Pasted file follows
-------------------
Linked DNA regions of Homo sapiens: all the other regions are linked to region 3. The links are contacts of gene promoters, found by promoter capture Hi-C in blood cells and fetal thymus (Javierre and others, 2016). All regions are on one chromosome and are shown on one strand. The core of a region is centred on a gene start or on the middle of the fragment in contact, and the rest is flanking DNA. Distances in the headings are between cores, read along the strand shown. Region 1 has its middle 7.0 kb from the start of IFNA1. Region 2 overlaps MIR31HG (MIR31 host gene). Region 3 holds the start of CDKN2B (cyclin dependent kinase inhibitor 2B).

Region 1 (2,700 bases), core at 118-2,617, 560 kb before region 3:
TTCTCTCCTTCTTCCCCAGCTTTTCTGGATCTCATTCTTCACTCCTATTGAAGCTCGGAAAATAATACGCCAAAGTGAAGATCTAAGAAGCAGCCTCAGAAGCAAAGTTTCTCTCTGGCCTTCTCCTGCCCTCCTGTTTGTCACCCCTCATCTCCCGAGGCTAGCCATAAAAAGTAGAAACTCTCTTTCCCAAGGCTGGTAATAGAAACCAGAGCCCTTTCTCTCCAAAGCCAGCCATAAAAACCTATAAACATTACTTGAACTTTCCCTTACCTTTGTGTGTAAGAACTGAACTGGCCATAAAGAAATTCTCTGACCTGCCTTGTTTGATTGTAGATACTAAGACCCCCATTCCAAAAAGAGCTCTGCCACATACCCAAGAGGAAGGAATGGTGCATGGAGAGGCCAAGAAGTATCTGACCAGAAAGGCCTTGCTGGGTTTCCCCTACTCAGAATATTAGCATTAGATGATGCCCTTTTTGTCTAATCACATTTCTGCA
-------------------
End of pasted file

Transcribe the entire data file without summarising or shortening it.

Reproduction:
Linked DNA regions of Homo sapiens: all the other regions are linked to region 3. The links are contacts of gene promoters, found by promoter capture Hi-C in blood cells and fetal thymus (Javierre and others, 2016). All regions are on one chromosome and are shown on one strand. The core of a region is centred on a gene start or on the middle of the fragment in contact, and the rest is flanking DNA. Distances in the headings are between cores, read along the strand shown. Region 1 has its middle 7.0 kb from the start of IFNA1. Region 2 overlaps MIR31HG (MIR31 host gene). Region 3 holds the start of CDKN2B (cyclin dependent kinase inhibitor 2B).

Region 1 (2,700 bases), core at 118-2,617, 560 kb before region 3:
TTCTCTCCTTCTTCCCCAGCTTTTCTGGATCTCATTCTTCACTCCTATTGAAGCTCGGAAAATAATACGCCAAAGTGAAGATCTAAGAAGCAGCCTCAGAAGCAAAGTTTCTCTCTGGCCTTCTCCTGCCCTCCTGTTTGTCACCCCTCATCTCCCGAGGCTAGCCATAAAAAGTAGAAACTCTCTTTCCCAAGGCTGGTAATAGAAACCAGAGCCCTTTCTCTCCAAAGCCAGCCATAAAAACCTATAAACATTACTTGAACTTTCCCTTACCTTTGTGTGTAAGAACTGAACTGGCCATAAAGAAATTCTCTGACCTGCCTTGTTTGATTGTAGATACTAAGACCCCCATTCCAAAAAGAGCTCTGCCACATACCCAAGAGGAAGGAATGGTGCATGGAGAGGCCAAGAAGTATCTGACCAGAAAGGCCTTGCTGGGTTTCCCCTACTCAGAATATTAGCATTAGATGATGCCCTTTTTGTCTAATCACATTTCTGCA